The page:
PaulEberhardt at 7:28AM, Feb. 12, 2024

As Mr Freud didn't but should have said: sometimes an orc is only an orc. :) I still think that how well addressing social issues like racism in fantasy works has a lot to do with how preachy it is made, as a close second to oversimplification, as everywhere else. As a positive example I'd like to mention the late Sir Terry's approach in the Discworld novels: "Racism was not a problem on the Discworld, because - what with trolls and dwarfs and so on - speciesism was more interesting. Black and white lived in perfect harmony and ganged up on green." Which of course directly lampoons the clumsy, insensitive way of addressing racism in fantasy that we discussed here.

TroyVS at 5:36AM, Feb. 10, 2024

Shout out to modern high fantasy settings where dwarves and elves have learned to stop being so overtly racist ALL the time

marcorossi at 3:36AM, Feb. 10, 2024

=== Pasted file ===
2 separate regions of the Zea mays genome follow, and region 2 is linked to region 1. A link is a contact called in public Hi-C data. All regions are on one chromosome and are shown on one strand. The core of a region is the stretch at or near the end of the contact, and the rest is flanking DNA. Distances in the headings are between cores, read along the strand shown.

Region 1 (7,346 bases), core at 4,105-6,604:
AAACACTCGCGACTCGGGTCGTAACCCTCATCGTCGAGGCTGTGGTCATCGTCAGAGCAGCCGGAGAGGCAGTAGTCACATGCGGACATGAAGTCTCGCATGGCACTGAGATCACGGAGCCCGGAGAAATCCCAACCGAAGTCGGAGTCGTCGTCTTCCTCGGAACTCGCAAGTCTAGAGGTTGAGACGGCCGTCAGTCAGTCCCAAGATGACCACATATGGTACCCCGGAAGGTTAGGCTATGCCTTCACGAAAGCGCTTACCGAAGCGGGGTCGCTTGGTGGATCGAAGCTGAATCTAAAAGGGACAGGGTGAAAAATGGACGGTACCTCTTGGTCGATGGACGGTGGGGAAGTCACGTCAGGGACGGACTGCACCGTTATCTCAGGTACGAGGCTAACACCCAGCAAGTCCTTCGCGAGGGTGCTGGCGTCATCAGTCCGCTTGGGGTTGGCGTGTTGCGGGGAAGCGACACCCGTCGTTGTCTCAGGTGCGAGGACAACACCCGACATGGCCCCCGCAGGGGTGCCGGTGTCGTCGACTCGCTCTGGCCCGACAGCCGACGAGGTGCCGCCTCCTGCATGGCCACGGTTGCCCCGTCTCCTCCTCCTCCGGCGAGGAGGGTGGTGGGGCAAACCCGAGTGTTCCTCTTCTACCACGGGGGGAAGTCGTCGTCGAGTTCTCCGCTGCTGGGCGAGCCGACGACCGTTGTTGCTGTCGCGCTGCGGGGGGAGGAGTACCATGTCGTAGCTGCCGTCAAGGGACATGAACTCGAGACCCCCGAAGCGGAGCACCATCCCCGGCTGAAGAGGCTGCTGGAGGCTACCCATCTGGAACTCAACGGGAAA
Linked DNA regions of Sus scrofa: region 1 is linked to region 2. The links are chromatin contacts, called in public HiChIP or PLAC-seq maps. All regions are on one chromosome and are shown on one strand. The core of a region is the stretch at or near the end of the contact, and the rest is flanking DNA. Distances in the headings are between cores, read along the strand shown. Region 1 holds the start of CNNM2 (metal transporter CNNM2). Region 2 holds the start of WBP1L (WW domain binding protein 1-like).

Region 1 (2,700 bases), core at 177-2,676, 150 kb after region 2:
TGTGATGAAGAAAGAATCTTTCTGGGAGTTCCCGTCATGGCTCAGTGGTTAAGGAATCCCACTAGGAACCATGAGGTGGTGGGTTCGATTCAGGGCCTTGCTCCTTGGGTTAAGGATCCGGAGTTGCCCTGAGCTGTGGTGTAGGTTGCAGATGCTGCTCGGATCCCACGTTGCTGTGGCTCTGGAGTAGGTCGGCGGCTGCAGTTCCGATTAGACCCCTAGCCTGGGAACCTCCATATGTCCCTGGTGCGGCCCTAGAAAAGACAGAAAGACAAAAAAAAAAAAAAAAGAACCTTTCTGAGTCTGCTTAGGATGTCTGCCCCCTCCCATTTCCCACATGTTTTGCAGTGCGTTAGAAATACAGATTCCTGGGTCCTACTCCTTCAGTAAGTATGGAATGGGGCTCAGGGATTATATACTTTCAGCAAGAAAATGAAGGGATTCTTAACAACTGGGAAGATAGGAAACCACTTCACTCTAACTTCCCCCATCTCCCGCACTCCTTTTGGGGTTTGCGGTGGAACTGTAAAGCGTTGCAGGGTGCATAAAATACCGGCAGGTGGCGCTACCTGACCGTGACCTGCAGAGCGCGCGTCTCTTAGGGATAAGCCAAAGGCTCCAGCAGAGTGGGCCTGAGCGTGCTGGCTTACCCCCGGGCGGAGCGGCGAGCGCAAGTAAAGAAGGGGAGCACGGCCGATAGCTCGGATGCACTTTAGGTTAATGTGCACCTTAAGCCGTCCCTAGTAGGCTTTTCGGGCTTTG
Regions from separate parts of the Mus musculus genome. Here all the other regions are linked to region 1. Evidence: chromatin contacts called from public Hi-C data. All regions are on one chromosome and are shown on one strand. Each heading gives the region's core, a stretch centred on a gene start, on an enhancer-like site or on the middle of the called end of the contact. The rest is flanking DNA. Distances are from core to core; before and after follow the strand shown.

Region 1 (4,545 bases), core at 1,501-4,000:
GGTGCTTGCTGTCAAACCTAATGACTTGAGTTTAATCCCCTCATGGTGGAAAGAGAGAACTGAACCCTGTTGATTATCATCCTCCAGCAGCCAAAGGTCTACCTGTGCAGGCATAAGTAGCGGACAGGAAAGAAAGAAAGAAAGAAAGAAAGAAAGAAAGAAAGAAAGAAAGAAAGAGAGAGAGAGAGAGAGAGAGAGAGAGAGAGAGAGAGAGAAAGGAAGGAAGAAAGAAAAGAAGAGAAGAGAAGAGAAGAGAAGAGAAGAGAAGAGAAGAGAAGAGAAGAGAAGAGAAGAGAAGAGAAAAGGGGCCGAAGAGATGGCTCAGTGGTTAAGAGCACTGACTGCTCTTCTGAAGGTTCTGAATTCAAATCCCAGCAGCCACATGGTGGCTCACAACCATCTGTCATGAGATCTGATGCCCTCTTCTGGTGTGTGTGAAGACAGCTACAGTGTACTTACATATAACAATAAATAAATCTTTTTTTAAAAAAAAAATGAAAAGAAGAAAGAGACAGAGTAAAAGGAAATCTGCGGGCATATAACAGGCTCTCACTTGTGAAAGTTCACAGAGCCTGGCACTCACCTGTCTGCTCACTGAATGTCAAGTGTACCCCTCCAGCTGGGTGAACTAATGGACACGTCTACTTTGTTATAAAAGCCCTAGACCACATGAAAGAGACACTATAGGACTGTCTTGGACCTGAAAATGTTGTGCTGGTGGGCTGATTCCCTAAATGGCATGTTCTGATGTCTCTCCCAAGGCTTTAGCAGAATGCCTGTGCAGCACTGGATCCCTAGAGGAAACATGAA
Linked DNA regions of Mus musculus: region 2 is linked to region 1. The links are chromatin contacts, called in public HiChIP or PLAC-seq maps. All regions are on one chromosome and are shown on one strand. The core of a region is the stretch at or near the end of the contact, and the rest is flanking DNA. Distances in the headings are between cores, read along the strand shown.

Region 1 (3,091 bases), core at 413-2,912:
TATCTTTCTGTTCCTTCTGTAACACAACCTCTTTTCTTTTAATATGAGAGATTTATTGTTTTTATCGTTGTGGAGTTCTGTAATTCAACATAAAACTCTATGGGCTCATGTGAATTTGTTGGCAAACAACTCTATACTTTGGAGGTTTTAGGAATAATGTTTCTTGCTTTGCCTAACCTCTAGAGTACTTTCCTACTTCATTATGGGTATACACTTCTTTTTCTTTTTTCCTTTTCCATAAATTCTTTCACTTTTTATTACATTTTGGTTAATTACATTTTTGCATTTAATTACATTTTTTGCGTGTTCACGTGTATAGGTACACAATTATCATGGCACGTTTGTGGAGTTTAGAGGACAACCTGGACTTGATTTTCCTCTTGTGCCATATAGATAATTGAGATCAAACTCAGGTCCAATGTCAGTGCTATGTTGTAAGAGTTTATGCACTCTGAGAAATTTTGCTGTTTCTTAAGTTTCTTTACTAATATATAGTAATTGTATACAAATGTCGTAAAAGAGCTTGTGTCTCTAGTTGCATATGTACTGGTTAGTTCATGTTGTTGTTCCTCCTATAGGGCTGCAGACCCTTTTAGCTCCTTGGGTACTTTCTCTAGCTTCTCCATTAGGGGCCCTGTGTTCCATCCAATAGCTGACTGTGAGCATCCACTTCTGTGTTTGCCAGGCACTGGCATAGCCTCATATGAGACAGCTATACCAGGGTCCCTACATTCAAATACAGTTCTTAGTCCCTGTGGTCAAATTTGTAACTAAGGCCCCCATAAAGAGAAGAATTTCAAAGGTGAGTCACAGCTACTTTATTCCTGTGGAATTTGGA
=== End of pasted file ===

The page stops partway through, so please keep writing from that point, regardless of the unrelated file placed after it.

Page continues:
The problem is, IMHO, that while we can argue whether in the real world "good" and "evil" exist or it is just a matter of points of view, a narrative world is created by a human mind, so inside it "good" and "evil" will allways be objective. Tolkien is an extreme case, but in genral if I write a story and I have an antagonost that has to be defeated, I'll have to mark him/her as objective evil for the story to work, or if not the antagonist proper he or she will be influenced by someone else who is the objective evil.

bravo1102 at 1:41AM, Feb. 10, 2024

And stories are told making the otherness evil and an entire mythology can grow making any attempt at living side by side appear impossible. Furthermore, genocide becomes reasonable because of how much more "other" the mythology paints them. And the mythology can change generation to generation as some try to camouflage it because it was called out previously. It's like how nearly every conspiracy theory today has some aspect from antisemitism within it and that dig deep enough in the rabbit hole that is conspiratorial thinking you always find antisemitism. Nazism was only one expression of a much larger belief system and one that is growing stronger once more.